After some exciting games in round one, more fireworks were witnessed in the second round of the Geneva Grand Prix.
The Azeri star, Shakhriyar Mamedyarov won in merely 20 moves against Ernesto Inarkiev. In a game that opened with the Queen’s Gambit, Mamedyarov allowed his opponent to solidly defend the gambit pawn Shakh had sacrificed early in the game.
As play proceeded, the Azeri GM started attacking Inarkiev’s queen which was slightly exposed on the queen side. The game got complicated in no time after this and pieces were en prise all around. By move 19, although Mamedyarov had decent pressure, the position looked a lot calmer. This is where the Russian Grandmaster made a fatal error by castling queen side, missing that his queen could be trapped in just one move. As soon as Mamedyarov played the right move over the board, Inarkiev resigned in no time.
India’s Pentala Harikrishna had the white pieces against the British number one, Michael Adams. Adams has been one of the best players in the world since quite a while and Hari seemed to appreciate this.
After the game, he said, “It is easy to prepare against Adams but difficult to play against him”. At this point, Mickey pointed out that Hari has won all of the last three games that the two aces played before this encounter. In this round, however, both players seemed to have wanted a calmer game and followed the well-trodden paths of the Italian opening.
Post the opening, Hari said he was happy with his position and felt that his twentieth move, 20. Qe2, wasn’t quite precise as Adams got the opportunity to exchange light squared bishops immediately. Adams also agreed that his pieces were a bit awkward and Hari had decent pressure in the position. But being the great defender that he is, Adams was able to co-ordinate his pieces and neutralize the position. In fact, towards the end, it was Hari who was fighting to hold the position. Eventually the players reached a position where Adams still had a slightly better position but since a lot of pieces were about to be exchanged, the players agreed a draw after 38 moves.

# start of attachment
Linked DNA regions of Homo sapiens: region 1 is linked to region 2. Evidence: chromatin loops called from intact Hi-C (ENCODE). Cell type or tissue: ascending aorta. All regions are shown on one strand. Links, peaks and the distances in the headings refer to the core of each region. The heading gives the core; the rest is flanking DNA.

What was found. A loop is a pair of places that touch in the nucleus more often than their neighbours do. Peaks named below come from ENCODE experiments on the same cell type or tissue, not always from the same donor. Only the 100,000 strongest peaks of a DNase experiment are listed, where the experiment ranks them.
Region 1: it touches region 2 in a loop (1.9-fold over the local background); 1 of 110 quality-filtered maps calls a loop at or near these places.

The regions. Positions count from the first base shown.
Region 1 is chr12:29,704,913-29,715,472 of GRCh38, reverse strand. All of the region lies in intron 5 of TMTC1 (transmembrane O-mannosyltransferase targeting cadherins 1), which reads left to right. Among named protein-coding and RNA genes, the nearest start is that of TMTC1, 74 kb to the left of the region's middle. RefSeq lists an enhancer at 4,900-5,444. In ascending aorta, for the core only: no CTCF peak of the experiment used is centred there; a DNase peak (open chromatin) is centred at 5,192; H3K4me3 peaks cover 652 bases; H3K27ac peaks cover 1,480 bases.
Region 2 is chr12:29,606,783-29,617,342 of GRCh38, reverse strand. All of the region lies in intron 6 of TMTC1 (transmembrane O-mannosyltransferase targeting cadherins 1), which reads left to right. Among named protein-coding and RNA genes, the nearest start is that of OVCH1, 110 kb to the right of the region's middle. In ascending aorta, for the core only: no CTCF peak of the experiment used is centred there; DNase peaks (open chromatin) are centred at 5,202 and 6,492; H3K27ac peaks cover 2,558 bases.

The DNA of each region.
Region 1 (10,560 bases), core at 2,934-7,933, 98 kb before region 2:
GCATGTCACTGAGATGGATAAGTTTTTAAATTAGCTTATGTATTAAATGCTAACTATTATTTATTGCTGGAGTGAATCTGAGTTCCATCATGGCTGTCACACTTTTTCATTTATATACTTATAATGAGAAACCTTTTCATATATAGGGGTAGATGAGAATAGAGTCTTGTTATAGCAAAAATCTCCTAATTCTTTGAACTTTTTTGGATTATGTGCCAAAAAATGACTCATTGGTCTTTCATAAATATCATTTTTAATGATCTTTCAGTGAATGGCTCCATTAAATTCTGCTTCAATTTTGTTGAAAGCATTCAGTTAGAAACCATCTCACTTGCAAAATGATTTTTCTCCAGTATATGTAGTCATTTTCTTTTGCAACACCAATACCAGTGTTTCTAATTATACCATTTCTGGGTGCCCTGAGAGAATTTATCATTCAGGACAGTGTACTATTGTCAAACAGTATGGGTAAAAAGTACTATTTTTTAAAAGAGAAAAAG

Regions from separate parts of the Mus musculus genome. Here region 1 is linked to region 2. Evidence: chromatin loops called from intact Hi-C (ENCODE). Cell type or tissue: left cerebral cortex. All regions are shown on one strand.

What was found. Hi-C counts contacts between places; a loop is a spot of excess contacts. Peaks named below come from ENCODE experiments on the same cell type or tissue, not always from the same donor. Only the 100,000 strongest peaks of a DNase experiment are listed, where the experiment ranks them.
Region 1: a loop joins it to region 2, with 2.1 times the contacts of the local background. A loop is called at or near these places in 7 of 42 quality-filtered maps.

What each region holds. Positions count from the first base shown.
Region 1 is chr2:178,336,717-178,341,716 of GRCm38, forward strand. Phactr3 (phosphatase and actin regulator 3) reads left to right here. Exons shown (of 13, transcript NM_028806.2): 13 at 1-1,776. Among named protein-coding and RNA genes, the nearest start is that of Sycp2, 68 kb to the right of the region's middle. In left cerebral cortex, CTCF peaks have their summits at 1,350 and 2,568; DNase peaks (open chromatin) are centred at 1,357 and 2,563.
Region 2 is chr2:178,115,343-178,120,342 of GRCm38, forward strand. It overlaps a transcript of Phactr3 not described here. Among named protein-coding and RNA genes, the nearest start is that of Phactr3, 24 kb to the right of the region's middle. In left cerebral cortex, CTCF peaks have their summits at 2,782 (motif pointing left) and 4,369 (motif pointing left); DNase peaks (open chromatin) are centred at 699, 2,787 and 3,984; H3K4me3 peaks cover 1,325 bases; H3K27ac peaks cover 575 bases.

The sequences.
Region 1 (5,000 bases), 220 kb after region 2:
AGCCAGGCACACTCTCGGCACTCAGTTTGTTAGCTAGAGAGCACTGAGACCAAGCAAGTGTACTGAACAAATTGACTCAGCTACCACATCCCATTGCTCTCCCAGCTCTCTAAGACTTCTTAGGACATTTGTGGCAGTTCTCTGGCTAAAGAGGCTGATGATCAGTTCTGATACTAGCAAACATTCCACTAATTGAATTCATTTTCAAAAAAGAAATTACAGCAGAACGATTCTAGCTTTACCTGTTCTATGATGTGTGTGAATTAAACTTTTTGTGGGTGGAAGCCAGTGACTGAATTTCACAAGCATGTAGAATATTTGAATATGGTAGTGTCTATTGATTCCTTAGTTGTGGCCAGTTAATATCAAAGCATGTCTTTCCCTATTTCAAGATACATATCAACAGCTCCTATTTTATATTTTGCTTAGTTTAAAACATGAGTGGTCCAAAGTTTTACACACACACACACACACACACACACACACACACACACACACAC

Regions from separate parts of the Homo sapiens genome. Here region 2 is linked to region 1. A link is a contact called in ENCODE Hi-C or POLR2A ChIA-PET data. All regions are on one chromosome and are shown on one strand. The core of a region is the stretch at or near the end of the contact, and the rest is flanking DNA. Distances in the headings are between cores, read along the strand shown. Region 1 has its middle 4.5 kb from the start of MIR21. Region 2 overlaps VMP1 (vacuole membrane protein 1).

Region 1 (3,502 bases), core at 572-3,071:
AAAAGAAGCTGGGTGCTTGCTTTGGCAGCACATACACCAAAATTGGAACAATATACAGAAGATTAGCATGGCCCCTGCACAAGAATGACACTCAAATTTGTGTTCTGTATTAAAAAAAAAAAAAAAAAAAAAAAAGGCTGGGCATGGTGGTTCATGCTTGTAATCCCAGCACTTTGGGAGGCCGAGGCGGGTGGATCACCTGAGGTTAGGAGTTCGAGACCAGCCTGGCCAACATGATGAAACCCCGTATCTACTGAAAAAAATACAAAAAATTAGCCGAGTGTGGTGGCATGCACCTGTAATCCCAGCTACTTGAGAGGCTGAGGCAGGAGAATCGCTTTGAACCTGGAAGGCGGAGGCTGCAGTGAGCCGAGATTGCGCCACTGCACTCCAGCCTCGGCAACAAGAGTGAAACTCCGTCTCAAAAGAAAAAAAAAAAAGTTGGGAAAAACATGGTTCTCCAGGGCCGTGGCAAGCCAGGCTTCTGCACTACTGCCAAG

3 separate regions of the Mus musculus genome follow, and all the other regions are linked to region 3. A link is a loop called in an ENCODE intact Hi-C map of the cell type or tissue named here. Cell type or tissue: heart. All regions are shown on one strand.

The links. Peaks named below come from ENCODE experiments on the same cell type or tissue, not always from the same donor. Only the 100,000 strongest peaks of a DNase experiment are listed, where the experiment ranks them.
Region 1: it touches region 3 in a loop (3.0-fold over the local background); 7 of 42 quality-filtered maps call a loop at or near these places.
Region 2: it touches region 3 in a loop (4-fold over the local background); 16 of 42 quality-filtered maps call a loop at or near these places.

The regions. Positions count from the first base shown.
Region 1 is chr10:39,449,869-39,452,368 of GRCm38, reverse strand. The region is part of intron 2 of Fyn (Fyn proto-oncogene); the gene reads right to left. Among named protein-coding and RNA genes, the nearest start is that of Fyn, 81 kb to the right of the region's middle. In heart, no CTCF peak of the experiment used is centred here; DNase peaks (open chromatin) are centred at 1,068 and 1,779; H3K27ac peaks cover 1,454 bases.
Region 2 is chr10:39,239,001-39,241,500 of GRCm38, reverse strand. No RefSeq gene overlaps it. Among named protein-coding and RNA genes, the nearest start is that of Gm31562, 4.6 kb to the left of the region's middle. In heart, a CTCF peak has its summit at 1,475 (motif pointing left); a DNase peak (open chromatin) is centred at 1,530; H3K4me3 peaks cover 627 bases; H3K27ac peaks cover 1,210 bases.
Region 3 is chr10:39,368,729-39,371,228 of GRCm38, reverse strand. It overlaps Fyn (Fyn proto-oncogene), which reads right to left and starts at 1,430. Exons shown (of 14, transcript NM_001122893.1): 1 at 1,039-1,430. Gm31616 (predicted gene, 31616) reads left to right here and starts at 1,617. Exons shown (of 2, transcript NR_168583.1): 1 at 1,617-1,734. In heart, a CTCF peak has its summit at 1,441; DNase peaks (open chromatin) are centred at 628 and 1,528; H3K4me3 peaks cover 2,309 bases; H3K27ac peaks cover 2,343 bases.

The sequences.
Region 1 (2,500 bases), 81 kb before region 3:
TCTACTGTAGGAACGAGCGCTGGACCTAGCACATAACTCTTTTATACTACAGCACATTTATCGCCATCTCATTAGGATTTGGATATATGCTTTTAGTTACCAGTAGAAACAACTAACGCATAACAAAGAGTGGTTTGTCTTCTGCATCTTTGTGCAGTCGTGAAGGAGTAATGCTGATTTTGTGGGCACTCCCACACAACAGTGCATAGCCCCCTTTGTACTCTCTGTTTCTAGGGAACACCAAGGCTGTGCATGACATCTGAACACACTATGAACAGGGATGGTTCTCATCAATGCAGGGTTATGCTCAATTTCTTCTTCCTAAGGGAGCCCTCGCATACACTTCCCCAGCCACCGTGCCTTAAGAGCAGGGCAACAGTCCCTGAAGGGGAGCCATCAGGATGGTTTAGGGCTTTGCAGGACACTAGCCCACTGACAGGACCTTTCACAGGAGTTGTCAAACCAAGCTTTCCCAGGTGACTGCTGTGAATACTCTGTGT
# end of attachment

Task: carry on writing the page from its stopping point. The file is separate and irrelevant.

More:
Another nerve-wracking game was the one between Teimur Radjabov and Pavel Eljanov. Radjabov chose a sharp line in the Queen’s Indian Defence which he later said is harmless if black makes a few accurate moves. But his Ukrainian opponent didn’t seem to be fully prepared for the line and after a few inaccuracies on his part, Radjabov had a better position. Radjabov was better throughout the game but the exciting part of the game was the very end when he was attacking Eljanov’s king. The Azeri GM was terribly low on time and at one point he was down to one second before he pressed his clock. But in the end Radjabov was able to find a winning rook sacrifice that led to checkmate and force his opponent to resign. This is his second win in the tournament and with it he is leading by half a point over the rest of the field.
Levon Aronian also went all guns blazing at Dmitry Jakovenko in his second round game. Although the game started off with the relatively calm Italian Opening, he realized that Jakovenko was too solid a player to beat without taking risk. As the middle game commenced, the Armenian number one quickly changed gears sacrificing a pawn and started an attack on his opponent’s king. This strategy paid off as Jakovenko erred under time pressure and Aronian got his first win of the event.
In the other games of the round, Salem Saleh also tried the Italian against the Dutch number one, Anish Giri and suffered the same fate as Jakovenko. In a long maneuvering game, Giri outplayed the Sharjah-based Grandmaster and finished off cleanly in a rook and knight endgame. Alexander Grischuk also won his game against the Hungarian GM Richard Rapport in the Chigorin Variation of the Ruy Lopez. Former world championship challenger, Boris Gelfand, was able to hold GM Ian Nepomniachtchi to a draw fairly in a Sicilian Rossolimo. The latter was caught in the opening preparation of his opponent and after a mass exchange of pieces as early as by move 18, the players agreed a draw. You can find the full results in the table below.
Having won both his rounds, Teimur Radjabov is leading the tournament with 2.0/2. Harikrishna is sharing the second spot along with Adams, Mamedyarov, Grischuk, and Aronian with a score of 1.5. Giri, Svidler, Nepomniachtchi, Eljanov, Li Chao and Boris Gelfand are on the third spot with 1.0/2. Half-a-point behind them are Inarkiev, Jakovenko, Rapport, Riazantsev and Hou Yifan who have scored 0.5/2. The Sharjah based Grandmaster, Salem Saleh, is at the bottom of the table with 0.0/2.
Updated Date: Jul 10, 2017 16:39 PM